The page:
To achieve full zen status, a hotel needs stunning design and an inspired setting to go along with its saunas, steam rooms, and sound baths. Oh, and maybe one other thing.
All of these hotels have great spas. That’s a given. But that’s not why they’re on this zen-focused list. We’re not interested in the temporary zen that comes from a single trip to the massage table. To commemorate this brand new calendar year and the refreshing recharge we all crave, we’re zeroing in on hotels that provide the total zen package: top-class spa, soul-stirring surroundings, indubitably pleasurable design. From check-in to check-out, restaurant to bedroom, parking lot to yoga pavilion — at these hotels, the zen never ends.
Oh, and at each of them, Tablet Plus members receive a $100 spa credit. That’s a nice package.
Mercifully free from garish overdevelopment and noisy crowds, Elounda Beach, on the northeast coast of the island of Crete, is delightfully secluded and eminently tasteful. It’s no small resort, by any means, but the list of leisure facilities is almost encyclopedic. All manner of water sports are on offer, from scuba diving to yacht cruises, and there’s no end to land-loving activities, including tennis, miniature golf and a well-equipped fitness center. The first-class spa follows the same blueprint, with an endless array of health and beauty treatments that mix ancient tradition and the latest research in everything from intensive detox to body sculpture.
On Croatia’s Dalmatian coast where the Krka river estuary empties placidly into the Adriatic, you’ll find a narrow spit of land just south of the Renaissance stronghold of Šibenik. Right on the tip of that peninsula, luxuriating in the clement Mediterranean breeze, sits a four-story, teardrop-shaped contemporary edifice, flanked by a fleet of swanky yachts. Welcome to D-Resort Šibenik. The spa capitalizes on that feeling of luxurious tranquility, with rejuvenating rituals pulled from every part of the world and personalized treatments for every type who ventures here.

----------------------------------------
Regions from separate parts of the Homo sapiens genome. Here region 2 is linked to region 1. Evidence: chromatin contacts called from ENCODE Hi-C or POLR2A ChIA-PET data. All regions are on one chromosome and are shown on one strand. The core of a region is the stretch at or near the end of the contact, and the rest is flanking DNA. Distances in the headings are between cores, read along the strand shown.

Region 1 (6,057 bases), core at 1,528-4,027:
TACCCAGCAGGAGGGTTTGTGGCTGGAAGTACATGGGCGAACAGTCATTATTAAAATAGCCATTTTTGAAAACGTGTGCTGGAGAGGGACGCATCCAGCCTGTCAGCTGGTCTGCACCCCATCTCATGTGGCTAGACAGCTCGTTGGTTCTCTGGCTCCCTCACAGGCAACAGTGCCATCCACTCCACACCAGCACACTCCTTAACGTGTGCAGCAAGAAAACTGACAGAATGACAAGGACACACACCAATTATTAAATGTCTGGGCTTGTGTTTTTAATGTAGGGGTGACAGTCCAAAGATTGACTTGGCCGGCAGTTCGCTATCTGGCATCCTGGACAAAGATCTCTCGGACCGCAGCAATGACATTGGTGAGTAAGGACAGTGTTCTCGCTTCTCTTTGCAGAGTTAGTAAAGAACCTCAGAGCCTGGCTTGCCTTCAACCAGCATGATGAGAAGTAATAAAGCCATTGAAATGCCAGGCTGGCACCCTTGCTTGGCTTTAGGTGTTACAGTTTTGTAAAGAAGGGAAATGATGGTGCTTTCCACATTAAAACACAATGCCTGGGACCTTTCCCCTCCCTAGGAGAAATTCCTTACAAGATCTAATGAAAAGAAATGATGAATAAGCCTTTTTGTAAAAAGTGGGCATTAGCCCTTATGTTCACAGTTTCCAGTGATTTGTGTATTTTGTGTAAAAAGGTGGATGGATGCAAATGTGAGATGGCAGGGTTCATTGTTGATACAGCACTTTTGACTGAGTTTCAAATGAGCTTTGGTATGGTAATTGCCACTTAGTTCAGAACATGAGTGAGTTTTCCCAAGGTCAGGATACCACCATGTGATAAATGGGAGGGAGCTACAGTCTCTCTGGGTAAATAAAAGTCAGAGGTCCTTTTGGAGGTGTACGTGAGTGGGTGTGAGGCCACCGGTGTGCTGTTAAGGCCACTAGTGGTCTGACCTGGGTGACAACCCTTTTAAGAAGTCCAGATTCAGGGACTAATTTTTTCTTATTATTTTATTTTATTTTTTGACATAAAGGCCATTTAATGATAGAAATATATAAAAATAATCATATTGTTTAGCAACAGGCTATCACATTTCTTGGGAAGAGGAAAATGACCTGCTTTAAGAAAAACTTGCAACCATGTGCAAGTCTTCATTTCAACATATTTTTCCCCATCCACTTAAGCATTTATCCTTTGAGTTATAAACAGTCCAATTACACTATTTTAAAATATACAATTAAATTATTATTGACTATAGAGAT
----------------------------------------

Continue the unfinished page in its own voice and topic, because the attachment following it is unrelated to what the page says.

Set on hundreds of acres of waterfront land, between a glorious private beach and the edge of a truly untamed jungle, in its present carnation Nihi Sumba is fantastically luxurious — its villas are the very picture of contemporary luxury elegance. But this is a place that grew slowly from what was once a secluded surf shack, and there’s still something unpretentious about the atmosphere as a result. It’s worth reiterating, of course, that it’s a surf shack no more; private infinity pools and butler service pretty much rule that out, as does the spa with its open-air treatment pavilions set above the ocean.
Hotel Bardo, set on the lush, forested west side of Tulum, walks the line between deep immersion in this location’s inimitable atmosphere and the high-end comforts modern travelers have grown accustomed to. Nowhere is that more clear than in the hotel’s spa and “healing center,” which offers therapies drawn from both eastern and Maya traditions. Choose from yoga, sound therapy, and the like, or try the Temazcal sweat-lodge in care of a local shaman.
Turkey’s Bodrum Peninsula is anything but an undiscovered destination, but while there’s plenty of development adding to its already abundant hospitality scene, you’d be hard pressed to notice any of it from within the confines of Bodrum Loft. That’s doubly true while taking in one of the endless holistic experiences at the spa — or inside an open-air massage cabana — set within a lush garden looking over the deep blue views of the Demirbükü Bay.
Yes, that Sundance. To many minds, this is just another aspect of the multi-faceted house that Robert Redford built, and the fact that it’s a first-class ski getaway is almost secondary. Lofts and suites are understated, with a certain hand-crafted quality, and the freestanding cottages are immersed in the landscape, surrounded by picture-perfect Rocky Mountain pine forest. The same can be said for the spa, set above the main base in a series of cabins equipped with everything necessary for a bit of luxury treatment amidst the peaks.